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Berkshire Hathaway company acquires Fort Worth firm

M&M Manufacturing, a producer of sheet metal products for the air distribution and ventilation market based in Fort Worth, has been acquired by MiTek Industries Inc., a subsidiary of Warren Buffett’s Berkshire Hathaway Inc.,

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26-story mixed-use tower planned at Taylor & Fifth in downtown Fort Worth

Jetta Operating Co., a 24-year-old privately held oil and gas company in Fort Worth, and a related entity plan a 26-story mixed-use tower downtown at Taylor and Fifth streets on a site once owned by the Star-Telegram.

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UPDATE: Six candidates file for two Water Board seats

Six candidates have filed for the two open seats on the Tarrant Regional Water Board, setting up a battle that could potentially shift the balance of power on the board and the priorities of one of the largest water districts in Texas.

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Top area CFOs honored

The Fort Worth Business Press honored 13 area chief financial officers today with a luncheon at the Fort Worth Club.

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Fort Worth breaks ground on $8.6 million South Main renovation

Fort Worth Near Southsiders and city officials broke ground Monday on the 18-month rebuild of South Main Street between Vickery Boulevard and West Magnolia Avenue.

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House GOP moves to block EPA rules on power plants 


MATTHEW DALY, Associated Press

WASHINGTON (AP) — In a long-expected skirmish, House Republicans are moving to block President Barack Obama's plan to limit carbon pollution from new power plants.

A bill targeting the power plant rule is slated for a vote on the House floor Thursday as GOP lawmakers fight back against what they call the Obama administration's "war on coal." Obama's proposal, a key part of his plan to fight climate change, would set the first national limits on heat-trapping pollution from future power plants.

A measure sponsored by Rep. Ed Whitfield of Kentucky, chairman of a House subcommittee on energy and power, would require the Environmental Protection Agency to set carbon emissions standards based on technology that has been in use for at least a year. Republicans and some coal-state Democrats say the EPA rule is based on carbon-capturing technology that does not currently exist.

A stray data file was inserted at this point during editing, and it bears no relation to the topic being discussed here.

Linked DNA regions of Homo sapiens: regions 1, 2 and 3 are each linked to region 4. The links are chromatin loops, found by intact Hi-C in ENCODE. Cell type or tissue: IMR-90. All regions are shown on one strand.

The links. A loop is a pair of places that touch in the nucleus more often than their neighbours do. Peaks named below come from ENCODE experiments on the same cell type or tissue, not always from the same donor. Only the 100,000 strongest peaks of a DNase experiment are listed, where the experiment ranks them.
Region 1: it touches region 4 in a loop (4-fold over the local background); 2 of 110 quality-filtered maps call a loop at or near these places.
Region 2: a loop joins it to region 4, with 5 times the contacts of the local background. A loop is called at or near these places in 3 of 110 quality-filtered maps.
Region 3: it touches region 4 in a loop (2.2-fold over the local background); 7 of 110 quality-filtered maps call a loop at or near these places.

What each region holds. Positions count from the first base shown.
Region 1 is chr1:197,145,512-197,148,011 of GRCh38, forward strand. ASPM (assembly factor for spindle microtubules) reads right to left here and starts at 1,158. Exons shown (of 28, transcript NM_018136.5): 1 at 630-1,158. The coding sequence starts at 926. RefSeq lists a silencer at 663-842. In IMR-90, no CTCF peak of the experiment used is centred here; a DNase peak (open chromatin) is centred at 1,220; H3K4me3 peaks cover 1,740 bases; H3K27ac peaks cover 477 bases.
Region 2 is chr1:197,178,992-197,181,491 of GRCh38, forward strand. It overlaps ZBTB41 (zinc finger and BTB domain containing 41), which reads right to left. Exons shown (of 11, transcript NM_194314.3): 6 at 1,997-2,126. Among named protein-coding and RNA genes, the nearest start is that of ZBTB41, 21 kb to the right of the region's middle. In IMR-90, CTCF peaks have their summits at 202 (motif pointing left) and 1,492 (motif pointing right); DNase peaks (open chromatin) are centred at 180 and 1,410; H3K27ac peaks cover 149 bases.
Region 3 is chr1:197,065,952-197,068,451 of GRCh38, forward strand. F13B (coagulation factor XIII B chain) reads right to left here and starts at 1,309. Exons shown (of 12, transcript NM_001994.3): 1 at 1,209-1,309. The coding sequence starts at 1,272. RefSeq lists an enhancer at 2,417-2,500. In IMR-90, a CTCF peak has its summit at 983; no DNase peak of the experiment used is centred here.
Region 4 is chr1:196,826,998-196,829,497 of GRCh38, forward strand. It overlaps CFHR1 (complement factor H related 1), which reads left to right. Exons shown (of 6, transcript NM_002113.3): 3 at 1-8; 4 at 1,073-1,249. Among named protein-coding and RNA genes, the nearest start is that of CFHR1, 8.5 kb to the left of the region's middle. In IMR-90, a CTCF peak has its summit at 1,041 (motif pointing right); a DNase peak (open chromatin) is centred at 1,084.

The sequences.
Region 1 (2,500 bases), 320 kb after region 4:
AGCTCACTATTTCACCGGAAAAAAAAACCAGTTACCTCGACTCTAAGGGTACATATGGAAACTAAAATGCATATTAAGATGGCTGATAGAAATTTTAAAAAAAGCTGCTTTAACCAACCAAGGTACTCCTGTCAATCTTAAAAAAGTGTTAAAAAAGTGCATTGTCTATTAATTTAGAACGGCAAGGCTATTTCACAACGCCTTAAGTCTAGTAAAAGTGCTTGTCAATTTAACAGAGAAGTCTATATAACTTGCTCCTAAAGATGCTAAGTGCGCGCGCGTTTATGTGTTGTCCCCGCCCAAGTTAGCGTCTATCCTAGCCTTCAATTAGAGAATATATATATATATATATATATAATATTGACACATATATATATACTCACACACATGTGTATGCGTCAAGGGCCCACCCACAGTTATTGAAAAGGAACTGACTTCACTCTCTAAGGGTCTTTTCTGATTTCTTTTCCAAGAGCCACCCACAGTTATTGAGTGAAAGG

Whitfield called the power plant proposal "one of the most extreme regulations of the Obama administration," adding that it would "make it impossible to build a new coal-fired power plant in America."

The White House has threatened to veto the measure, saying it would "undermine public health protections of the Clean Air Act and stop U.S. progress in cutting dangerous carbon pollution from power plants." Power plants account for about one-third of U.S. emissions of carbon dioxide and other greenhouse gases that contribute to global warming.

EPA Administrator Gina McCarthy and other officials have said the proposed rule — the first of two major regulations aimed at limiting carbon pollution from power plants — is based on carbon reduction methods that are "technically feasible" and under development in at least four sites. The rule affecting future plants is a prelude to a more ambitious plan, expected later this year, to control carbon pollution at existing power plants.

In January, McCarthy told the Senate Environment Committee: "We looked at the data available. We looked at the technologies. We made a determination that (carbon capture and storage technology) was the best system for emission reductions for coal facilities moving forward, because it was technically feasible and it would lead to significant emission reductions."

Whitfield and other critics dispute that, saying carbon capture technology is years away from being commercially viable.

The EPA rule would "mandate (emission) control technologies for power plants that are not yet commercially available, effectively banning new coal-fired power plants ... and setting a dangerous precedent that could cascade to other fuels," the National Association of Manufacturers said in a letter supporting Whitfield's bill.

But environmental groups said the bill would gut the EPA's authority to reduce carbon pollution.

"The bill sets up impossible tests for any EPA standard reducing carbon pollution to meet and allows utilities to decide what regulations will be for new power plants — effectively delaying the best emissions reductions technology for years or even decades," the League of Conservation Voters said in a letter urging lawmakers to oppose the bill.

The Republican-controlled House is likely to approve the Whitfield bill, but the fate of a companion measure sponsored by Sen. Joe Manchin, D-W.Va., is less certain.

Manchin said his bill would ensure that pollution standards imposed by the EPA are realistic, calling the current proposal "unattainable under today's technology."

 

 

 

 

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